Nursing on the Isle of Man

Breast Is Best, But Does It Prevent Obesity?

The World Health Organization is doing some great work on obesity in the European Region. For instance, they just published an outstanding new report at ECO2019 on the prevalence of severe childhood obesity in 21 countries. Unfortunately, though, they buried it in a press release that falsely promotes breastfeeding as a proven effective strategy to prevent obesity in childhood.

While it may be true that “breast is best,” two other things are clear. One, all we have is a correlation between breastfeeding and less childhood obesity. And two, if it does have an effect, it’s relatively small.

Beating a Correlation to Death

No matter how many times you repeat the observation of a correlation, it doesn’t prove causation. It simply builds up a bias of familiarity.

The paper that WHO just published about breastfeeding in Obesity Facts notes this fact quite clearly:

The data come from cross-sectional studies, which can detect an association between exposure and outcome but do not justify causal inference. Furthermore, although many variables were used to adjust the models, it is impossible to rule out residual confounding by other unmeasured or unmeasurable confounders.

And yet, the authors contradict themselves in their conclusions:

The present work confirms the beneficial effect of breastfeeding against obesity.

These claims of a proven benefit are simply untrue and the authors said so themselves. What’s more, WHO’s own systematic review on this subject makes it clear that residual confounding is a problem. Publication bias on this subject is another problem. And further, the review says any effect is likely to be small (~10%) if it exists at all.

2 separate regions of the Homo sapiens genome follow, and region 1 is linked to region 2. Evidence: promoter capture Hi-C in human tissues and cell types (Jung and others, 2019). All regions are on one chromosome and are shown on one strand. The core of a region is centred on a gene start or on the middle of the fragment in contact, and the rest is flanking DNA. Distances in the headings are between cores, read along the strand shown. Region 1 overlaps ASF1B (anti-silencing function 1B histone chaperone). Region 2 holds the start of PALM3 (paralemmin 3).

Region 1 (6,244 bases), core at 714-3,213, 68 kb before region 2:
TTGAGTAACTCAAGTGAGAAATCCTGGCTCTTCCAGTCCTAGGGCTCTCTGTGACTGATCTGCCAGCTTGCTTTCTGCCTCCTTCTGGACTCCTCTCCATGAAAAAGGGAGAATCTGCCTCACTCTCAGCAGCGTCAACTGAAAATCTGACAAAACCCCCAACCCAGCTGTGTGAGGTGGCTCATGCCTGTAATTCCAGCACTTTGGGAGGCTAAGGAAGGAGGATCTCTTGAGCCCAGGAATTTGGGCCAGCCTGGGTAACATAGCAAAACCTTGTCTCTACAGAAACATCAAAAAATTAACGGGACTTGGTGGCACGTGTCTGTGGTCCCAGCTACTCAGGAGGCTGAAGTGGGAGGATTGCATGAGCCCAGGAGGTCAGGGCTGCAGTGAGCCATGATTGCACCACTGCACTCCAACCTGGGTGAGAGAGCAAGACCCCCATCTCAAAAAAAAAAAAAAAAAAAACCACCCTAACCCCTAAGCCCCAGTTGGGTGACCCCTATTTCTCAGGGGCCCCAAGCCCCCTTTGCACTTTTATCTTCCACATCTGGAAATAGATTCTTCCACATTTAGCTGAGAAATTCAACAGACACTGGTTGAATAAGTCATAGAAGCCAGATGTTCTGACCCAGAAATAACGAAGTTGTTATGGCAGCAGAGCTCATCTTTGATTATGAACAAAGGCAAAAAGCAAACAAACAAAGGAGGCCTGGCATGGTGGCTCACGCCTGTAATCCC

Writing in Current Obesity Reports, Jessica Woo and Lisa Martin are even more direct:

The concept of promotion of breastfeeding as a front-line strategy for the primordial prevention of obesity is not supported by the literature.

Exaggeration Begets a Backlash

Exaggerated claims are dangerous because they undermine trust. And trust is essential for promoting public health. In the absence of trust, misinformation proliferates. Truth becomes devalued.

While there’s little doubt that breastfeeding is ideal, some mothers feel a great sense of failure when they find it’s not working for them. One result is a backlash against dogmatic breastfeeding promotions. Wise public health advocates will be careful.

Prevention That Really Works

Does breastfeeding prevent obesity? Maybe. A little bit. Or maybe not.

Preventing obesity is important. And yet, despite all best efforts, obesity rates have been growing now for three decades. So we must work harder to separate facts from speculation and fiction.

We need prevention strategies that really, really work.

Click here for the WHO study and here for its press release.

Nursing on the Isle of Man, photograph © Khaotikit / flickr

Subscribe by email to follow the accumulating evidence and observations that shape our view of health, obesity, and policy.


May 1, 2019